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How to Choose a Flight School

How to Choose a Flight School

By Steven Daun, National Chief Pilot

“Every student learns at a different rate, but how long it takes to finish your training depends on the team of support you have around you.”

When searching for a flight school, your first series of questions should be about the average number of hours that it takes for their students to complete their training and the quality of instruction that you will receive. It should NOT be “what is your hourly rate?”

The hourly rate has nothing to do with what you are going to pay by the end of your flight training. A school’s hourly rate typically consists of a combination of fees for maintenance, Instructor time, fuel and insurance. Instead, you should be asking, “How many hours do you think it will take for me to complete this certificate?” The national average is over 80 hours. It does not and should not take that long to accomplish your goals.

Every student learns at a different rate, but how long it takes to finish your training depends three things: 1) The support team surrounding you, 2) the training plan (start to finish) that was developed for you and 3) the amount of effort that you put into your training.

Dedicated Team of Support

When searching for a Flight School, you should really be looking for a school with a dedicated team committed to helping the student reach their aviation goals. If you want a school that has all the tools to support your training, ask the following questions:

1) Who is responsible for supporting and developing the instructors?

2) Who oversees aircraft maintenance?

3) Who is responsible for making sure that you are on the right track with your training?

4) Is the same level of support available to you on the weekends and holidays?

5) Does the school structure and scheduling meet your goals and objectives?

6) Are they scheduling for their convenience or yours?

7) How do they measure and communicate your achievements?


Flight training is no different than say building a building. You start with a set of blueprints, build the foundation and then build the structure on top of that. The building will only be as strong and stable as the foundation. When searching for a flight school, you need to see and understand the curriculum that is in place for your training. This should include ground, simulator and airplane lessons as well as a training plan for the FAA Knowledge Test. This not only ensures that your instructor(s) have provided you with all the education that you will need, but it also enables you to keep track of where you are in your training and what you need to study for your upcoming lessons. Believe it or not the airplane is the worst classroom. Your curriculum should introduce concepts to you in the ground sessions, allow you to practice them in a simulator with your instructor and then apply them in the aircraft.

One way or another you are going to need to learn the information. Nobody should tell or infer to you that you should memorize the answers. The more you learn the more satisfying your training will be.

Remember, Rule #1 in flight training is that if you aren’t enjoying yourself and the experience then something is wrong.

Maintenance Department

You are most likely not a mechanic, so how do you know what to look for? Take a look at the aircraft(s). Do they look well maintained? Are they clean? What about the interior? Are there any holes in the instrument panel? Are the seats in good shape? What about the tires? Ask to take a look at the maintenance hangar and the logbooks. Is the hangar clean and organized? Are the aircraft logbooks organized? What about the mechanics? Do they look professional? Does the maintenance department belong to the school or is the maintenance contracted out? Ask how the aircraft issues are communicated to the maintenance department. All these things will give you an idea of the level of professionalism of the school. Remember, if you get a bad feeling, it is most likely for a reason.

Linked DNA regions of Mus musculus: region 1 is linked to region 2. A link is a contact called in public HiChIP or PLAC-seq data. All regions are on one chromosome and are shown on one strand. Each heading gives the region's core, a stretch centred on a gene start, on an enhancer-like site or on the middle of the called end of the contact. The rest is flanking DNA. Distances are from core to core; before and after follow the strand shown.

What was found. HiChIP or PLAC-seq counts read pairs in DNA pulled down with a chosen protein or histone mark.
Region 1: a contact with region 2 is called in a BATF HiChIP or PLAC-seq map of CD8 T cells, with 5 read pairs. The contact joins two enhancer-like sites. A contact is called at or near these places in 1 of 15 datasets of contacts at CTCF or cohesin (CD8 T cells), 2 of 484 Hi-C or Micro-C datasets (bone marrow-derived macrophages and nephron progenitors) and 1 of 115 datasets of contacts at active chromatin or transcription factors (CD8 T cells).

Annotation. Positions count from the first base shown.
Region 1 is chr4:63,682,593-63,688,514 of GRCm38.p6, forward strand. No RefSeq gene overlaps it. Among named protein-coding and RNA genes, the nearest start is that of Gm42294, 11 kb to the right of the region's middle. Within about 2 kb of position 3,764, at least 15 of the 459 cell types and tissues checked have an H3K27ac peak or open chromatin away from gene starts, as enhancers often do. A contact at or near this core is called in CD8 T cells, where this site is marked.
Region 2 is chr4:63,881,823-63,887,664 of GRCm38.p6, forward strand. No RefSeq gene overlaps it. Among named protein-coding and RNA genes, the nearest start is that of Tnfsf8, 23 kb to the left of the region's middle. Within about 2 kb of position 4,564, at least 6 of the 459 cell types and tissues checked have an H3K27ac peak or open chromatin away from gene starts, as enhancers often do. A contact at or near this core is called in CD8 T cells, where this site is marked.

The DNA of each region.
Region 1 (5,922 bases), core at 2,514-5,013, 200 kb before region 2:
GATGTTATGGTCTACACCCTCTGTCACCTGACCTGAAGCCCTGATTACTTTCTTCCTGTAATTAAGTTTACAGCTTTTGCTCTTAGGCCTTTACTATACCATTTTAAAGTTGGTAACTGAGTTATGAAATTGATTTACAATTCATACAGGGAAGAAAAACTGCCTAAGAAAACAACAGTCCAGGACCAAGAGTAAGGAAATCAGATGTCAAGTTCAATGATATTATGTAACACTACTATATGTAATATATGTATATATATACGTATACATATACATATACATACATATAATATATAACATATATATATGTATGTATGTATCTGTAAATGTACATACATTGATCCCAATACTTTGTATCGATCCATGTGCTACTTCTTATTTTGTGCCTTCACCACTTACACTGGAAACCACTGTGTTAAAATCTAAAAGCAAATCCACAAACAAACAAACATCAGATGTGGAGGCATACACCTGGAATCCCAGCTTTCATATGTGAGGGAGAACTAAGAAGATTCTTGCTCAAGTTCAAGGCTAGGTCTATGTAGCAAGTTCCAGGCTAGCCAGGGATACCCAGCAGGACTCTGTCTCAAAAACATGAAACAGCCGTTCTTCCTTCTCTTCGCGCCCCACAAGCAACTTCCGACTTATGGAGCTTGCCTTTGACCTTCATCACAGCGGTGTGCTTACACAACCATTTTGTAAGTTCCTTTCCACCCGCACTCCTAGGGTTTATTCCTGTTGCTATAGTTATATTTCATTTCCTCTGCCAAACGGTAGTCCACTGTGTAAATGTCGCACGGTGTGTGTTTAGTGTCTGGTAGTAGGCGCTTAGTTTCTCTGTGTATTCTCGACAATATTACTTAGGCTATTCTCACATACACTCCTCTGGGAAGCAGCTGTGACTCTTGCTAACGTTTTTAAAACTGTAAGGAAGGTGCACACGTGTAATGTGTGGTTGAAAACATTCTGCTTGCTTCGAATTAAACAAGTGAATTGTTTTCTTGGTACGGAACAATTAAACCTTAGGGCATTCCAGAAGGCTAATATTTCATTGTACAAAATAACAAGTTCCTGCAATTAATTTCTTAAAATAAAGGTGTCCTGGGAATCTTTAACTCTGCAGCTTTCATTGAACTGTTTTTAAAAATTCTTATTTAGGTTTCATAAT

Other Questions to Ask

Talk to other pilots and get an idea about what was important to them and what problems they had in their training. This will enable you to formulate your own plan. Some other things you may want to consider asking may include:

1) What happens on bad or poor weather days. Will you work in the simulator? Will your instructor take you up to further your education?

2) Insurance, specifically, are you covered by the school’s insurance when you fly, or will you need to provide your own insurance.

3) Will you be able to plan your schedule out into the future or only one lesson at a time?

4) Speak to other students that you see in the school and ask them about their experience with the school.

We live in a disposable society that demands instantaneous gratification. We shop for the cheapest price regardless of value because we can always get another one if it breaks. While this may fit many lifestyles and hobbies, it is not always the best approach in flight training. In flight training you want to make sure that you are getting the most out of your tuition and that you have the proper equipment, instructors and support necessary to make you feel comfortable, safe and confident.


Signs of a Well-run School:

Supportive Learning Environment

The facility has classrooms, training aids, available Flight Instructors.

Well Maintained Fleet of Aircraft

Aircraft is kept clean, does not have ripped seats or cracked plastic.

Proven Training Curriculum

Flight Instructors are employees of the school and follow standardized teaching methods.

Efficient Scheduling System

Customer Service Personnel are dedicated to ensuring availability of aircraft and Instructors to your training schedule.

Financing Options

Help you manage the costs of learning to fly.